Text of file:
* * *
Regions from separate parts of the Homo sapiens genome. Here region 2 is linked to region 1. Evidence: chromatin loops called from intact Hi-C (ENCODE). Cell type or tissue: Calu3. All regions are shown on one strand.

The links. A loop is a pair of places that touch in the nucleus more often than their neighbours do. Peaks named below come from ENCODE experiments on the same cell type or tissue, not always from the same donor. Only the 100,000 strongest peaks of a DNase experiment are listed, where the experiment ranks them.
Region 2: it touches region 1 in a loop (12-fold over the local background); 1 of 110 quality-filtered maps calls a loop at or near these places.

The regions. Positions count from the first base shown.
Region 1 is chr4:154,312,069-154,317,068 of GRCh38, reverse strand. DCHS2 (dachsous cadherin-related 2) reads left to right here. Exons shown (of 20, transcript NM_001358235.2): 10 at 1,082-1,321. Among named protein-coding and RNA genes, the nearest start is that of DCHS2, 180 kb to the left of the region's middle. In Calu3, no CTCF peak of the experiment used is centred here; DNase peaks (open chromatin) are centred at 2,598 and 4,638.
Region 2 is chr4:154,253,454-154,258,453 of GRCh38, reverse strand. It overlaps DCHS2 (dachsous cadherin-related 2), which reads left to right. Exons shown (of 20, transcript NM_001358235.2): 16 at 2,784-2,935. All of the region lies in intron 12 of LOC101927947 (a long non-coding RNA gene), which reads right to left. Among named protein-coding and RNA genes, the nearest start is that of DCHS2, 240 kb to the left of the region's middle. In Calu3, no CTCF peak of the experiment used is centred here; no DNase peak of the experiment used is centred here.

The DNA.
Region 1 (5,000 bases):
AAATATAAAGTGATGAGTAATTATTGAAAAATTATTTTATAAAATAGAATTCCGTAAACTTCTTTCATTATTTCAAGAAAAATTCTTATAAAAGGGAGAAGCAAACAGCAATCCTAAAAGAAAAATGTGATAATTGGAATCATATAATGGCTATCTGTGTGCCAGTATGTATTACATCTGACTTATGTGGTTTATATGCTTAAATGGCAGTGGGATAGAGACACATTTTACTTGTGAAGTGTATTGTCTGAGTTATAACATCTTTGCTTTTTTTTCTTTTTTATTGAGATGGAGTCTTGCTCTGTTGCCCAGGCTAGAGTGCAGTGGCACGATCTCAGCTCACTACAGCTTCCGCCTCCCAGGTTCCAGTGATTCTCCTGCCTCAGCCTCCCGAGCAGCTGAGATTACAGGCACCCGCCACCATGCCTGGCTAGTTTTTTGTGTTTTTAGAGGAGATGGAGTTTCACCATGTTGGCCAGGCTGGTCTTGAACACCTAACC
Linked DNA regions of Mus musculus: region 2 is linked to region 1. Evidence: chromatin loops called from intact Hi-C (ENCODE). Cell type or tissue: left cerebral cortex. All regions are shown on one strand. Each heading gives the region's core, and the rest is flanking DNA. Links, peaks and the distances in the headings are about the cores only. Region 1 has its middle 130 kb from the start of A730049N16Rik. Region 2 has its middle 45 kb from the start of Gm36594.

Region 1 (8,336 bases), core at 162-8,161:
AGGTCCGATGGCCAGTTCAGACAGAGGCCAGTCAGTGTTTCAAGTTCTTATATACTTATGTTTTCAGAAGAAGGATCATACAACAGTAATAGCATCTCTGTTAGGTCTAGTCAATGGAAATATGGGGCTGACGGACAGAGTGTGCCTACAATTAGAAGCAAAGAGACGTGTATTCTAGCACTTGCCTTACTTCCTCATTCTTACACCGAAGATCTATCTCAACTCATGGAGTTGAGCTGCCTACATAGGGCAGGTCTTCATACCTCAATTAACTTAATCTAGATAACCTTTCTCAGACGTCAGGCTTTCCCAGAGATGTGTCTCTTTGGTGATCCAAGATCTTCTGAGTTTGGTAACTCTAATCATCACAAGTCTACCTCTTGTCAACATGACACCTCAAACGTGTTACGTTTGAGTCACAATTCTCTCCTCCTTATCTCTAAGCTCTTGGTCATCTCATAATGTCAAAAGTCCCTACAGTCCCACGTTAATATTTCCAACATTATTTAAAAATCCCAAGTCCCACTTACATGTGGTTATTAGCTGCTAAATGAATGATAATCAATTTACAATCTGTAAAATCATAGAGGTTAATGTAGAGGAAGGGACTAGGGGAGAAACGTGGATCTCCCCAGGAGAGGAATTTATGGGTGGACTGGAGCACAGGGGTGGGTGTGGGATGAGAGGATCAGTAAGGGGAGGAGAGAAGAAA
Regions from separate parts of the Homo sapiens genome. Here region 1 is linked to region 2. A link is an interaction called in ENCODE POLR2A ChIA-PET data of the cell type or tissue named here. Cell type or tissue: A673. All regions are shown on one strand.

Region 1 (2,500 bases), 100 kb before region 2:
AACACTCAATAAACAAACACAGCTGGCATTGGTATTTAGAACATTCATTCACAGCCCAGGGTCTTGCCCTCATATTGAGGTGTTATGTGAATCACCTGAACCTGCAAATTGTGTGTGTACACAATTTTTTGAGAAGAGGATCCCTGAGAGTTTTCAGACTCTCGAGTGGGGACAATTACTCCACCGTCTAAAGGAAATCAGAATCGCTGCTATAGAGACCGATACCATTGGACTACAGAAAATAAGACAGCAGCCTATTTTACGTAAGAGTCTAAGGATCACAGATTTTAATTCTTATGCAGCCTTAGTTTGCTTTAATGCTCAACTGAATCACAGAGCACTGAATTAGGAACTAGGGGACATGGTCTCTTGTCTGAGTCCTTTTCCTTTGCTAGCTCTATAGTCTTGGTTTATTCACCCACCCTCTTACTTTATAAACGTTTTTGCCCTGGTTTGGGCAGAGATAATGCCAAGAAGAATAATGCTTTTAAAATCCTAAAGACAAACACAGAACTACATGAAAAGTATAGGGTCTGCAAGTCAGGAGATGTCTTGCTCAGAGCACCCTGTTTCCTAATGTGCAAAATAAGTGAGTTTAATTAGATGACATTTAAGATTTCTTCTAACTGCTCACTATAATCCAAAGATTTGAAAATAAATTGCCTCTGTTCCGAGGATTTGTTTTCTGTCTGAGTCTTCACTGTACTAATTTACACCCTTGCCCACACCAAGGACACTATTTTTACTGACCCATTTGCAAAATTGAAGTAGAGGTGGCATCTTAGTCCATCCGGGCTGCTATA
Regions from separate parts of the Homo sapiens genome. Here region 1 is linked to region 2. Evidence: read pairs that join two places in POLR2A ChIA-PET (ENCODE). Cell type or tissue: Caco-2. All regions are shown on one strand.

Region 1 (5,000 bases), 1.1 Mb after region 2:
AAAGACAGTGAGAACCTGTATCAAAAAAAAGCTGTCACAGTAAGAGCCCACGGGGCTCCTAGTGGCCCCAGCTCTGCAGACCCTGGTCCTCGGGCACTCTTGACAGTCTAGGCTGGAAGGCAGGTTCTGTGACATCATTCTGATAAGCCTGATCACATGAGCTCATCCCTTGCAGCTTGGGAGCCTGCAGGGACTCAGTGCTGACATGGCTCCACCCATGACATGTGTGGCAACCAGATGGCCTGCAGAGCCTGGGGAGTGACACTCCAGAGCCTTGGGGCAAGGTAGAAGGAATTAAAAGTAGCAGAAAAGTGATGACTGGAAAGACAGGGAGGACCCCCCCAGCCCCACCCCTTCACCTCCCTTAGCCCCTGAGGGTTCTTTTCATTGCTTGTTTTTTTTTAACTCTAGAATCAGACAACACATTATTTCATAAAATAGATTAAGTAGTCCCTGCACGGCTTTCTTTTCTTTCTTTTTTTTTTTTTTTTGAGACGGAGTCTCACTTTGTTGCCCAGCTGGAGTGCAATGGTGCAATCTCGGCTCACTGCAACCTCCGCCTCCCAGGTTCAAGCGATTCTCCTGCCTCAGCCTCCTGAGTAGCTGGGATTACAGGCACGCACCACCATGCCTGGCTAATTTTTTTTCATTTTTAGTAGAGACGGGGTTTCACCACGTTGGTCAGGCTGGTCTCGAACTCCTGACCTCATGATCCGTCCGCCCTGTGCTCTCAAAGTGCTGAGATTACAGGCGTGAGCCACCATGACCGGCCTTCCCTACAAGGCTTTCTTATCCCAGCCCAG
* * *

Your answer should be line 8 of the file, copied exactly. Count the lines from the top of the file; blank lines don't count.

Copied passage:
Region 1 (5,000 bases):